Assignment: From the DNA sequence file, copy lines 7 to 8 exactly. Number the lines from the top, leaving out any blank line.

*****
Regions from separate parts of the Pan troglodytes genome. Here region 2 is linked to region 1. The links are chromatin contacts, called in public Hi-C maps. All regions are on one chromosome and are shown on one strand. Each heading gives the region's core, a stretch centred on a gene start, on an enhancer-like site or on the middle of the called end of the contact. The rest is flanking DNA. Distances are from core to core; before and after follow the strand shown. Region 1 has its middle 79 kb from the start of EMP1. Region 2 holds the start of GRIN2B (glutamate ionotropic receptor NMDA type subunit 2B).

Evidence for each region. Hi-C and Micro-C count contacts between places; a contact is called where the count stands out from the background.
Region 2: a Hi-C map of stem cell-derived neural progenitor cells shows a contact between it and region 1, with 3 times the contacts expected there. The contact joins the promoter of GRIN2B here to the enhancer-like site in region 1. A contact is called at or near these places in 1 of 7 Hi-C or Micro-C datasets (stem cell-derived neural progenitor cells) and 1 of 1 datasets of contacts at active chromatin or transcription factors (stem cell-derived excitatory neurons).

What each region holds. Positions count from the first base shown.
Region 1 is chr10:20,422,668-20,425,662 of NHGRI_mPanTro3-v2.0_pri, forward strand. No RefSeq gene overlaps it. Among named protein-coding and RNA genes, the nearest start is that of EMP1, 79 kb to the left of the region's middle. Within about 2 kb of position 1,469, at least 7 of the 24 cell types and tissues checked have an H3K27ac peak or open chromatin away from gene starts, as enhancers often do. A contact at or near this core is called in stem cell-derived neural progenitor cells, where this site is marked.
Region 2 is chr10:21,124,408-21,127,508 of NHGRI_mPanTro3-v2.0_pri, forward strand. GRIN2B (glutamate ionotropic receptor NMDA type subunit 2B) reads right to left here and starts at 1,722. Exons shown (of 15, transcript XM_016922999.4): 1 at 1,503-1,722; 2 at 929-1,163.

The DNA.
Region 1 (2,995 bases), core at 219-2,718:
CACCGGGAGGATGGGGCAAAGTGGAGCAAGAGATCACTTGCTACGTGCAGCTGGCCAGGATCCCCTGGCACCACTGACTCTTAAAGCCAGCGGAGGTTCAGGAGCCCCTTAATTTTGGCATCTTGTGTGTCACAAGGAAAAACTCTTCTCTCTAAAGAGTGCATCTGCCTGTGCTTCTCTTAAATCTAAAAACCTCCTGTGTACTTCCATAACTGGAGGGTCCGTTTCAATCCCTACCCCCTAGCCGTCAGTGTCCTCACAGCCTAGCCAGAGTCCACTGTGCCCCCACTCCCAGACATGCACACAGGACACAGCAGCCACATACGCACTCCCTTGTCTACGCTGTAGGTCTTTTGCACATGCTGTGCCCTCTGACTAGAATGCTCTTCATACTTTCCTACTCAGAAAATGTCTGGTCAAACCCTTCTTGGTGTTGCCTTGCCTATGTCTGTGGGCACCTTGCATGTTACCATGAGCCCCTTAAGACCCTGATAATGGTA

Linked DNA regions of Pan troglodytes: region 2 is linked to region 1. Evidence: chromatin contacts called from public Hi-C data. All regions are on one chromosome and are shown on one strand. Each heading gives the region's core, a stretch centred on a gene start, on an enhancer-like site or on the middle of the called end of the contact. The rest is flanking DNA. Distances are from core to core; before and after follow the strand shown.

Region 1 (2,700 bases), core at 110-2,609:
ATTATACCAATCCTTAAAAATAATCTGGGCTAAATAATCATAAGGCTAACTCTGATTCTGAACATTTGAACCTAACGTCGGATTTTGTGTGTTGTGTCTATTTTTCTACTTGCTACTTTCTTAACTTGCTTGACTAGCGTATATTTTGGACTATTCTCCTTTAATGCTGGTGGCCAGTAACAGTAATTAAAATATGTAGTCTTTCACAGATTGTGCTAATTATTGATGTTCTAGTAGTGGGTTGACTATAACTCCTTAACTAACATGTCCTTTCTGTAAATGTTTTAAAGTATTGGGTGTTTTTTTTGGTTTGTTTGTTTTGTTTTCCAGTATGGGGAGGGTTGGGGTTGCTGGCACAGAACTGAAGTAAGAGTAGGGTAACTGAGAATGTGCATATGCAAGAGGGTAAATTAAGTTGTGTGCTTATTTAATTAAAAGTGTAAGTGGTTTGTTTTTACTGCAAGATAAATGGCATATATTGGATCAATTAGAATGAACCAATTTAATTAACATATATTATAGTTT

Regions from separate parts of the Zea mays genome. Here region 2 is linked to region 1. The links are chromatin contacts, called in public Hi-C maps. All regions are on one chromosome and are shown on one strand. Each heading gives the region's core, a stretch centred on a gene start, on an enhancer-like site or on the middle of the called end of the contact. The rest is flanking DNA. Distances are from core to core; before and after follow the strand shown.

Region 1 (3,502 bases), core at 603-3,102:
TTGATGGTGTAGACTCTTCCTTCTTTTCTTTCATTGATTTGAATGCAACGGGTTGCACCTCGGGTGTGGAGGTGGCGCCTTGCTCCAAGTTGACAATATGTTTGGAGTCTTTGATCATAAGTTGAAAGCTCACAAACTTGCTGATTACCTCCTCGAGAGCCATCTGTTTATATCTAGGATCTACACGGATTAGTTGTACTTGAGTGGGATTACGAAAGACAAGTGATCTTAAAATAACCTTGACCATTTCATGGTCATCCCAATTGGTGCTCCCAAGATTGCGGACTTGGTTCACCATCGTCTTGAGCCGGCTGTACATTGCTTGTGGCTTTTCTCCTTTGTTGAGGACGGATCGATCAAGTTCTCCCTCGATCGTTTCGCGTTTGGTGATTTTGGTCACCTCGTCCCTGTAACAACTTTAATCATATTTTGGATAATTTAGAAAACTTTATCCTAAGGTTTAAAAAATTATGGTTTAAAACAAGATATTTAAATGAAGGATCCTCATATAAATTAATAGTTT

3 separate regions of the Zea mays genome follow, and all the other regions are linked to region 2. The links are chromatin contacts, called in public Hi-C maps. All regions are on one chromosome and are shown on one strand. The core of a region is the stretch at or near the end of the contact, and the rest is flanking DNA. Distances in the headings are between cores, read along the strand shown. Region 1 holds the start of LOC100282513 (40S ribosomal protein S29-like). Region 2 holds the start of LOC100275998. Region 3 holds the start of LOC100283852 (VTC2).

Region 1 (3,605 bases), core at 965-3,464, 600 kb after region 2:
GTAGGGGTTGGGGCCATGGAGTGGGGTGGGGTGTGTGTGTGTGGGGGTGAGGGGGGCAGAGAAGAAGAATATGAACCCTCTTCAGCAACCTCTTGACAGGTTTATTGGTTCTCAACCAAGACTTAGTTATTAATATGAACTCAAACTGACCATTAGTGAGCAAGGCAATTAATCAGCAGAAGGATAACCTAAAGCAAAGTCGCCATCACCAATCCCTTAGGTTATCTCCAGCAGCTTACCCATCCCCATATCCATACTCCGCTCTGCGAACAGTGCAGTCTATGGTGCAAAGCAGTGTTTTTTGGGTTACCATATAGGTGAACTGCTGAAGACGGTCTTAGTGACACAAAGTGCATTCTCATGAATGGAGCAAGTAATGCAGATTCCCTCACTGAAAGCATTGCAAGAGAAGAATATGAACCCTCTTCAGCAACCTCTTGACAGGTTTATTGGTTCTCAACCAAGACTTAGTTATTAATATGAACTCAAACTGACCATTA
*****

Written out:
The DNA.
Region 1 (2,995 bases), core at 219-2,718: